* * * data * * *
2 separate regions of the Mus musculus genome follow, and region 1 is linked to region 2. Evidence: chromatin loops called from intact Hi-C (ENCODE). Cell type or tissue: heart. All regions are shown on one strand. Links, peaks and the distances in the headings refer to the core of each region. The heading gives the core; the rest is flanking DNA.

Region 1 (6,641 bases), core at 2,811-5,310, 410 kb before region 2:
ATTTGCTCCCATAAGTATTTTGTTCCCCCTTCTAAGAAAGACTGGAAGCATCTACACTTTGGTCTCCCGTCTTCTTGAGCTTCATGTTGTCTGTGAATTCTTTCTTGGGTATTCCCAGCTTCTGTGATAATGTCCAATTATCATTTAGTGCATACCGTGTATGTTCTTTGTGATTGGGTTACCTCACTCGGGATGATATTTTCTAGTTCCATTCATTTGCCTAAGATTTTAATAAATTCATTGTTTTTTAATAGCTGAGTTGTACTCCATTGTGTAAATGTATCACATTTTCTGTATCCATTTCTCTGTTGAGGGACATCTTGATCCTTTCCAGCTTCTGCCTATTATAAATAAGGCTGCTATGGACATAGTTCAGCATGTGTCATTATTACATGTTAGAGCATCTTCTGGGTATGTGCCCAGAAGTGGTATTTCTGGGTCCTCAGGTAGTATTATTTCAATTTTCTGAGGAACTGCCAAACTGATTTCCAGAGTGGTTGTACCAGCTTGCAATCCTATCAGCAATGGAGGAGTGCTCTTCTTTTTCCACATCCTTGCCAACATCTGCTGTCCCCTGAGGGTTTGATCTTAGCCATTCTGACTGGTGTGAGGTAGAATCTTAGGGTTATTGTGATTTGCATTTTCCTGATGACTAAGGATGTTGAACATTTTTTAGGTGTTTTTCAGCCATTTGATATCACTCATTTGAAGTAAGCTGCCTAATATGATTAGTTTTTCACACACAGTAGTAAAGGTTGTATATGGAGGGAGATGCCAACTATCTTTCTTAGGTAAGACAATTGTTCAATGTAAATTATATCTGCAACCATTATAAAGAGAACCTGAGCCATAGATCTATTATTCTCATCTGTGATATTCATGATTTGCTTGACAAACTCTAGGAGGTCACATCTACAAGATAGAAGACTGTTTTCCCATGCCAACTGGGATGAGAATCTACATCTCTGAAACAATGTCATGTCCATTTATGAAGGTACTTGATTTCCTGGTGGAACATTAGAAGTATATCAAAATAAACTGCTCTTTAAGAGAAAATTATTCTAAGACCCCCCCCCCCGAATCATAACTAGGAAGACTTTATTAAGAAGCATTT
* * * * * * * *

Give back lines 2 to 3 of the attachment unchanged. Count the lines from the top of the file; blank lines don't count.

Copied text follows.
Region 1 (6,641 bases), core at 2,811-5,310, 410 kb before region 2:
ATTTGCTCCCATAAGTATTTTGTTCCCCCTTCTAAGAAAGACTGGAAGCATCTACACTTTGGTCTCCCGTCTTCTTGAGCTTCATGTTGTCTGTGAATTCTTTCTTGGGTATTCCCAGCTTCTGTGATAATGTCCAATTATCATTTAGTGCATACCGTGTATGTTCTTTGTGATTGGGTTACCTCACTCGGGATGATATTTTCTAGTTCCATTCATTTGCCTAAGATTTTAATAAATTCATTGTTTTTTAATAGCTGAGTTGTACTCCATTGTGTAAATGTATCACATTTTCTGTATCCATTTCTCTGTTGAGGGACATCTTGATCCTTTCCAGCTTCTGCCTATTATAAATAAGGCTGCTATGGACATAGTTCAGCATGTGTCATTATTACATGTTAGAGCATCTTCTGGGTATGTGCCCAGAAGTGGTATTTCTGGGTCCTCAGGTAGTATTATTTCAATTTTCTGAGGAACTGCCAAACTGATTTCCAGAGTGGTTGTACCAGCTTGCAATCCTATCAGCAATGGAGGAGTGCTCTTCTTTTTCCACATCCTTGCCAACATCTGCTGTCCCCTGAGGGTTTGATCTTAGCCATTCTGACTGGTGTGAGGTAGAATCTTAGGGTTATTGTGATTTGCATTTTCCTGATGACTAAGGATGTTGAACATTTTTTAGGTGTTTTTCAGCCATTTGATATCACTCATTTGAAGTAAGCTGCCTAATATGATTAGTTTTTCACACACAGTAGTAAAGGTTGTATATGGAGGGAGATGCCAACTATCTTTCTTAGGTAAGACAATTGTTCAATGTAAATTATATCTGCAACCATTATAAAGAGAACCTGAGCCATAGATCTATTATTCTCATCTGTGATATTCATGATTTGCTTGACAAACTCTAGGAGGTCACATCTACAAGATAGAAGACTGTTTTCCCATGCCAACTGGGATGAGAATCTACATCTCTGAAACAATGTCATGTCCATTTATGAAGGTACTTGATTTCCTGGTGGAACATTAGAAGTATATCAAAATAAACTGCTCTTTAAGAGAAAATTATTCTAAGACCCCCCCCCCCGAATCATAACTAGGAAGACTTTATTAAGAAGCATTT